If what you say were true, then I could send arbitrary data to a web services endpoint and have it magically understood by the receiver. Or, to put it differently, what is the purpose of WSDL if not to provide a description of what constitutes a legal message, including the form in which that message is sent over the wire?

    > WSDL doesn''''t define datatypes since that is the
    > object-oriented way of doing things and Web Services
    > are not objects. WSDL defines only messages and
    > message exchange patterns.

    Oh boy. What please is a description of the type and number of parameters for a remote invocation, if not the definition of a data type? In my computer science course, I was taught that a data type is a "definition of a range of values and the operations that can be performed on those values." When WSDL describes a message and the parameters that are legal for that message, what is it doing if not defining a data type?

    > The fact of the matter is that a change in IDL means
    > that the application breaks unless everyone who has
    > a slice of it "signs off" on the changes.

    Right. You have changed the definition of a data type and, surprise, surprise, all system components that use that data type are affected. So, what''s new? Or how does that differ from WSDL? If I change a WSDL type, all system components that use that type have to change as well.

    > This is not necessarily so for WSDL as the article
    > points out because we can leverage XML schema to
    > define messages.

    Excuse me? "Leverage XML schema to define messages?" What is that supposed to mean? Are you, in all honesty suggesting that I can change a data type and magically have system components that use that data type know how it has changed? Wow. I didn''t know that web services, among all its other advantages, offered magic as well...

    > In two different Web Services implementations you can
    > have two different interpretations of a message (an
    > example of loose coupling), so your assertion that
    > "as soon as two types have different meaning in
    > different parts of the system, chaos ensues"
    > doesn''''t hold in this domain.

    Now, that is interesting. So, I have a message that sends a single floating-point value from sender to receiver. Then I change the message to provide a string instead. The string contains the floating-point value as a string, in scientific notation, for example. And you are telling me that, due to the magic of WSDL, or XML, or whatever, there is no problem with that and that things will continue to work despite the fact that both the format of the message and it''s semantics have changed? Please, don''t make me laugh.

    > Message-passing enables loose coupling and WSDL defines messages.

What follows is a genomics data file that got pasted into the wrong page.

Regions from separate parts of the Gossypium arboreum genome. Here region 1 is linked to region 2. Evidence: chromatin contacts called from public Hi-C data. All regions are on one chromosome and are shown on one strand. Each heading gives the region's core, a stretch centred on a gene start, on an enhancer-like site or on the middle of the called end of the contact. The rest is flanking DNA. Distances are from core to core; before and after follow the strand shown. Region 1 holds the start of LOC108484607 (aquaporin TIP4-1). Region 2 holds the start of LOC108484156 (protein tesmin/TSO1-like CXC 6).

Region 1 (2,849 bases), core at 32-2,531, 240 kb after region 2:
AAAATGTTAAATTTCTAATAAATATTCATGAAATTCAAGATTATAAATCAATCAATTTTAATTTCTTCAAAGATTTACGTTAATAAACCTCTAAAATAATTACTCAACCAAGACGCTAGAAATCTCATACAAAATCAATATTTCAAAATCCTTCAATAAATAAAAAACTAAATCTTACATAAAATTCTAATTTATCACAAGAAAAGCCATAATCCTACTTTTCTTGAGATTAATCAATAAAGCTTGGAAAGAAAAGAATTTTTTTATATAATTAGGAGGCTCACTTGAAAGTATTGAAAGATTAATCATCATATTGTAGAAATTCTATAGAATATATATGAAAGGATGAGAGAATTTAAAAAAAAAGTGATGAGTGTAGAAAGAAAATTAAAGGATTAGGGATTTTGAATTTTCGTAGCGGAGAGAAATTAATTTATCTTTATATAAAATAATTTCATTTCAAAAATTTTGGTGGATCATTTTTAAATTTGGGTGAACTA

I would like to hear a precise definition of this "loose coupling." This term has been bandied about for Web Services with complete abandon for a long time, and by people who don''t know how to distinguish between syntax and semantics.

    > Therefore I reassert that WSDL is not an object IDL.

    Right. It''s not an object IDL because there are no objects in Web Services. Talk about throwing the baby out with the bath water. See

    http://groups.google.com/groups?q=had+to+work+with+author:Michi+author:H...

    for more thoughts on the matter.

    Michi.

    Jim Webber 04/16/04 12:40:16 AM EDT

    Hello Michi,

    Thank you for your pointed critique.

    You said, "1) IDL defines types and operations that exchange instances of those types as parameters, thereby defining a marshaling format for messages. There is no difference between IDL and WSDL in this respect whatsoever."

    This is inaccurate. WSDL does not define a marshalling format, it defines the format of a message, and it is silent on how that message might be constructed.

    You also said, "2) IDL defines an API that allows a programmer to send and receive the messages that are defined. That API is standardized by CORBA, but there is nothing to state that this API must be used. For example, I could create a middleware that uses IDL and exchanges messages via IIOP, but has a completely different API (even an API that in no way is derived from the IDL -- the DII and DSI in CORBA are examples of such an API, but I can define others)."

    This is is true, but is certainly not the canonical use where we consider the application to be composed of a system of location transparent objects. You then go on to say, "A WSDL definition does precisely what IDL does: it defines a marshaling format for the data types that are described in the WSDL definition. As far as I know, there is currently no standardized API for how to use instances of types that are defined in WSDL."

    This is inaccruate too. WSDL doesn''t define datatypes since that is the object-oriented way of doing things and Web Services are not objects. WSDL defines only messages and message exchange patterns.

    The fact of the matter is that a change in IDL means that the application breaks unless everyone who has a slice of it "signs off" on the changes. This is not necessarily so for WSDL as the article points out because we can leverage XML schema to define messages.